So punters would come clutching their tickets, Any night, dusk till dawn, this ticket admits 1, and race whatever cars they owned on what turned out to be treacherous roads with wild twists and turns. It was the norm to compete for road space with tow trucks who just happened to be right there when the virgin racers went off the track and down the hill and would for an usually pricey sum, tow their cars off the hillside and back onto the Track.
The road was originally designed for the road enthusiast by DeWitt Raeburn in 1924. In the 1940’s when actors John Carradine and Cary Cooper had finished their day’s work at Paramount Studios in whatever film they were working on, they would go to work on their Duesenberg’s, which were the fastest cars of the time. These cars needed special tools and wrenches and the shop that sold these tools was conveniently opposite to Paramount, so these famous movie stars would wrench on their Duesenberg’s and then go racing on Mulholland Drive.
Phil Hill, Max Balchowsky, Dan Gurney, Steve McQueen and others all found that the ridge route road of Mulholland corridor atop the Santa Monica Mountains, was a perfect playground for sports cars.
Dick Guldstrand, better known as Mr. Corvette, (responsible for designing the later corvettes including the 1955 Grand Sport Corvette with infamous blue and white stripes), would race his car on Mulholland Drive and was notorious for being pursued by the police and apparently even more so for avoiding them.
Skyline Drive was the formal end of the racecourse which had many twists and turns, some of them very dangerous. The turns were given ominous names by locals and frequent racers such as Dead Man’s Curve, Corkscrew, Sweeper and Grandstands. Originally Grandstands was called the Pits because in the 60’s and 70’s people would bring their SSCA and ENSA race cars on trailers, to race on Mulholland Drive. They would come all the way from Newport Beach or Long beach, back their race cars off the trailer and after spending all night racing on Mulholland Drive, and then they would get back in the Pits and back their cars onto their trailers and drive home.
Many young men and women would gather on weekend evenings, sometimes as many as 60 to 70 people could be found at elect spots on the hill to watch the action on the racecourse. Some of the kids would spontaneously pick out a car that was on the track and then decide to race them to skyline drive the end of the racetrack and then turn around and come back.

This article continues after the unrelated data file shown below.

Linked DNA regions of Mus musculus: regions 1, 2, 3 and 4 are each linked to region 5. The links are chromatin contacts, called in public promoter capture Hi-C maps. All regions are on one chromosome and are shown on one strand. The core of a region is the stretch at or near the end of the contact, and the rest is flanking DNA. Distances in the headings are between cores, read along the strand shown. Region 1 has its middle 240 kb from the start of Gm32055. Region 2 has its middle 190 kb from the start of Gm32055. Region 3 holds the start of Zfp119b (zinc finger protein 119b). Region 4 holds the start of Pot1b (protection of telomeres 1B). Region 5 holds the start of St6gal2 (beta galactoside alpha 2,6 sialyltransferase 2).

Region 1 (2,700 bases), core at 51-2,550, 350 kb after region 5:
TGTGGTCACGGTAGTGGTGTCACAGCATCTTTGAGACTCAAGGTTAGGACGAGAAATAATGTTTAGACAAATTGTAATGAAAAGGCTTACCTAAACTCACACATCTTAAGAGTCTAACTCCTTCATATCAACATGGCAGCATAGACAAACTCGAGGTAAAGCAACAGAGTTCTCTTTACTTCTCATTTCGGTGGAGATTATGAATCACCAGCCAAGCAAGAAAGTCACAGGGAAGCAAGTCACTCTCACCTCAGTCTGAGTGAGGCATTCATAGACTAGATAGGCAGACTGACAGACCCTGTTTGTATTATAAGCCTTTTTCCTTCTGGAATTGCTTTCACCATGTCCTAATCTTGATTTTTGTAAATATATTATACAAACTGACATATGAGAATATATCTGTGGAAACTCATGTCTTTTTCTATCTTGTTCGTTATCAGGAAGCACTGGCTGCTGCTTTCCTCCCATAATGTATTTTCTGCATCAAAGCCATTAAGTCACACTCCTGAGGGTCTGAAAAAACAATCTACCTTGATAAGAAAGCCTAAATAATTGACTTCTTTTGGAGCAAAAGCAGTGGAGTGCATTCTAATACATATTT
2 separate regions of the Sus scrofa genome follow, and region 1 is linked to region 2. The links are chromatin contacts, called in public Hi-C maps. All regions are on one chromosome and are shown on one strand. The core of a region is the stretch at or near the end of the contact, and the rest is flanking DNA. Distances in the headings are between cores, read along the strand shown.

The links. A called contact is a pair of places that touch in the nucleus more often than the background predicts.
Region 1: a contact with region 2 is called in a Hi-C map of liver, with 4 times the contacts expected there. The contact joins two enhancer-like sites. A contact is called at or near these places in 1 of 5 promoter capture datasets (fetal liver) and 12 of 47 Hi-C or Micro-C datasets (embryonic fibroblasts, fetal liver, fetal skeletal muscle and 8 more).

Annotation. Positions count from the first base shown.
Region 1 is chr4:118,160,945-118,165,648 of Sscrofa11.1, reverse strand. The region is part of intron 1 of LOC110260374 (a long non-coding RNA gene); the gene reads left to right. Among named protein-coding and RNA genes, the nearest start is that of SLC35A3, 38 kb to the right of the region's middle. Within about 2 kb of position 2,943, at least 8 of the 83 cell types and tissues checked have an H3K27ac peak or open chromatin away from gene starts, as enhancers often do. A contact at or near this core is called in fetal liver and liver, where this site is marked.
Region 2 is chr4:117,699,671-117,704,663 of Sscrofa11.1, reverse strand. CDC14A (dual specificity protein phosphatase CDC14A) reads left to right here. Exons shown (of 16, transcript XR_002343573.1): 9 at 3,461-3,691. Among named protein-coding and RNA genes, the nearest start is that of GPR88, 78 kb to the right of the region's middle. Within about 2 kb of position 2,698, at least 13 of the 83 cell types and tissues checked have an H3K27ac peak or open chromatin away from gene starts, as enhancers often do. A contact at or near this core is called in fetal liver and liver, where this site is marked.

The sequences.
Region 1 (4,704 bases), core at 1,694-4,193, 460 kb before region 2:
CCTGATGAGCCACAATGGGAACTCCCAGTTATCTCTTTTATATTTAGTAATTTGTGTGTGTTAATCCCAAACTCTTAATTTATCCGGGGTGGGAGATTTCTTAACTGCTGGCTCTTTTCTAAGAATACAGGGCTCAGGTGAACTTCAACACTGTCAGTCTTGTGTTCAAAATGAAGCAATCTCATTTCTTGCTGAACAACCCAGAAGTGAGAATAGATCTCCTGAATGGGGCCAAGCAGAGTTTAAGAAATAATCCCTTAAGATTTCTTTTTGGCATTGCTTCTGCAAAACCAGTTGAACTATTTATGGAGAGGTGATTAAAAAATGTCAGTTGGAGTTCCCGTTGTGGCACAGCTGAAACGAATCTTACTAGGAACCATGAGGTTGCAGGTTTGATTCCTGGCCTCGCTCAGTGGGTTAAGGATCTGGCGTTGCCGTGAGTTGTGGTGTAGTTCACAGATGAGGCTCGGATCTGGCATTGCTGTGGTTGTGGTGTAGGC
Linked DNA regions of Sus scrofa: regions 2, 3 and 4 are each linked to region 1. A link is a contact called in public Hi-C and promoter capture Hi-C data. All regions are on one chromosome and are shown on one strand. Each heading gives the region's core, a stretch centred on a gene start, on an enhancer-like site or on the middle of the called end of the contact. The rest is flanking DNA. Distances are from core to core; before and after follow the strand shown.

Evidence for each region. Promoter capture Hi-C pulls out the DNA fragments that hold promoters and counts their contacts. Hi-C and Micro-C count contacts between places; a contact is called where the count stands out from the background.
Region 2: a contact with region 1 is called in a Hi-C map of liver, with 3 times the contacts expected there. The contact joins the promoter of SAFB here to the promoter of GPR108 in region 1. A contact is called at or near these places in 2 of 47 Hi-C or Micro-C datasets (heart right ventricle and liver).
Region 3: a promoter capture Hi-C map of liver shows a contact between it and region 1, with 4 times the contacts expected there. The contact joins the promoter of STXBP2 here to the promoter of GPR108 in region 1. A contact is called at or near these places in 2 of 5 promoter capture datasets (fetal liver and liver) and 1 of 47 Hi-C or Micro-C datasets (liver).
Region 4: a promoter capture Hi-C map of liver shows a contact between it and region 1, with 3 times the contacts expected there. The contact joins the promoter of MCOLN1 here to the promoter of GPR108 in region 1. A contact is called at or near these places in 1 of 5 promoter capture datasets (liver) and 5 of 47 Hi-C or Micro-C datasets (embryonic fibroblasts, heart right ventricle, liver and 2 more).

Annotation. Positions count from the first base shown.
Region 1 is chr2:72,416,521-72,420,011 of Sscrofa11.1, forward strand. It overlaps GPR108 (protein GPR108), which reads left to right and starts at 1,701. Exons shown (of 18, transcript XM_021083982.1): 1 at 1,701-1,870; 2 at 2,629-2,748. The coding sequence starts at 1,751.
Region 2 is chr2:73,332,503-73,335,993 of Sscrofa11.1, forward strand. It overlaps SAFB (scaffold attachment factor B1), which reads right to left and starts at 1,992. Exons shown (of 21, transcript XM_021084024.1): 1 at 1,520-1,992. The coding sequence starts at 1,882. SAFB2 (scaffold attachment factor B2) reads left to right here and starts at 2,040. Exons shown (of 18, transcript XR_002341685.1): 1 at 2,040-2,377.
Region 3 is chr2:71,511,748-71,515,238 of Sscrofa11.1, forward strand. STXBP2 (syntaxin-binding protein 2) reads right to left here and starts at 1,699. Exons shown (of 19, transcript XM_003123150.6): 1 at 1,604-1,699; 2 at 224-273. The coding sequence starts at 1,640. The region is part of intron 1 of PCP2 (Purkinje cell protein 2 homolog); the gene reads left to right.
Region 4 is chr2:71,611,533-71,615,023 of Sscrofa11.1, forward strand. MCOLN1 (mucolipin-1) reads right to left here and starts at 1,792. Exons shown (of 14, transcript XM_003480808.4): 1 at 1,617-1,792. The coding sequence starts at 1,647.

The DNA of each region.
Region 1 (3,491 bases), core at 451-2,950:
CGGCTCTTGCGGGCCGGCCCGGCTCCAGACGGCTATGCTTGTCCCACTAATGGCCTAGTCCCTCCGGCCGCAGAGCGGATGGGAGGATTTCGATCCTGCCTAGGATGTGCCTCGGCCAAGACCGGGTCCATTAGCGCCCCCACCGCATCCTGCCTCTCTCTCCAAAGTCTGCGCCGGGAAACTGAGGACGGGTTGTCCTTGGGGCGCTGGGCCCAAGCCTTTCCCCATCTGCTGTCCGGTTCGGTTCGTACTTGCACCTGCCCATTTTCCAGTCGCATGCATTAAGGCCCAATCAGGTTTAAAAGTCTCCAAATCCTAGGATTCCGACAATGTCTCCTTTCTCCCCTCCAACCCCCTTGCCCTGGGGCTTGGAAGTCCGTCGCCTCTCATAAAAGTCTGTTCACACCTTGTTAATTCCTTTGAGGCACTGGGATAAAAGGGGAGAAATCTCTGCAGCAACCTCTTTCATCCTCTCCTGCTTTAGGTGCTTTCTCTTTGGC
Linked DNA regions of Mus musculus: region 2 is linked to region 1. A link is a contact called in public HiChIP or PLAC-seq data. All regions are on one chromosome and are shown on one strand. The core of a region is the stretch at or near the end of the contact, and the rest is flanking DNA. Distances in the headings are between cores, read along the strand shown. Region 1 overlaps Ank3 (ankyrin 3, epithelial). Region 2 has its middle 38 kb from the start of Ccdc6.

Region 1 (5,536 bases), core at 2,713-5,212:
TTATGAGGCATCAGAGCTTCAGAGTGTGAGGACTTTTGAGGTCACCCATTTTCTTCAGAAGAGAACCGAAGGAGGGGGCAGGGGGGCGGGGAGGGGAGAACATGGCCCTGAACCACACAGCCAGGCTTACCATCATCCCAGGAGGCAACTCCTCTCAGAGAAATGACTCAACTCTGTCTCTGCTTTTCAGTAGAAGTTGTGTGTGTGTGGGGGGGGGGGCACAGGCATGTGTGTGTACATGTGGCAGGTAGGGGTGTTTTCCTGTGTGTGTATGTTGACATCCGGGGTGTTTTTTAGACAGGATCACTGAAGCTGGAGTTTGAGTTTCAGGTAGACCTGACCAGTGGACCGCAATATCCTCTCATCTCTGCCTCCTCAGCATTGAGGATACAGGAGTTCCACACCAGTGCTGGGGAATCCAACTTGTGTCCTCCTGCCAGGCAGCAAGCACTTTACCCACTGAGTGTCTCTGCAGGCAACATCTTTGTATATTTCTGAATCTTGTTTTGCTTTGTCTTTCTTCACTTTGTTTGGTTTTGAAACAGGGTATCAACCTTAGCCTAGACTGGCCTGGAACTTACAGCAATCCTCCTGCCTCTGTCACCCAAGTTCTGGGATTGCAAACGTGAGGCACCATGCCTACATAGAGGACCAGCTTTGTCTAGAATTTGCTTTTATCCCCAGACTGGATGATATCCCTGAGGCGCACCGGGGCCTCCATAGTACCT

No one raced side by side like on a real race course, one car would be in front, one in the back and they would race one length and then turn around and exchange places. The person who was pulling or who was tailgating the other when they changed places was the winner.
Apart from the Grandstands, Beaumont Drive below the water tower was another gathering place where people would corrugate to watch the racing. From time to time the police would have huge busts, they would close off Mulholland Drive and arrest everybody, some 50 people at a time, and impound their cars. Normally they would let everyone go; it was really more of a scare tactic than anything else
There were different groups that congregated there at different eras in time. They called themselves names such as CRE (Clandestine Racing Enterprise) and MRA, (Mulholland Racing Association,) ACR (Associated Canyon Racers,) and TVL (Turkeys Very Limited.) These were groups of young men who would hang out and race their cars, often not knowing of the groups that came before them or the groups that would come after them because in time they would go off to college or get married or move away.
The Friday and Saturday night racing rituals are said to have started sometime in the 1950’s and extended all the way into the 1980’s, until a minor (who was a passenger of a racing car) died in a fatal collision. The tragic event caught the attention of the public, and in turn, pressured the police to crack down with roadblocks, curfews, and an increased presence. Thus, the racing moved out of the hills and into the valley. Still, some people who would go on to become very well know race car drivers began their career on Mulholland Drive.
Many people lost their lives on the windy canyon roads. Perhaps the most famous of all who met an unfortunate early demise, was James Dean. He was on his way to a race in Salinas in his very fast RSK Porsche Spyder when he met his death, but in the time leading up to that day he had spent some 1000 miles racing on Los Angeles streets in his Porsche Speedster to prepare himself for the race. His favorite was Mulholland Drive, after all it was the Largest amateur Road Race Course.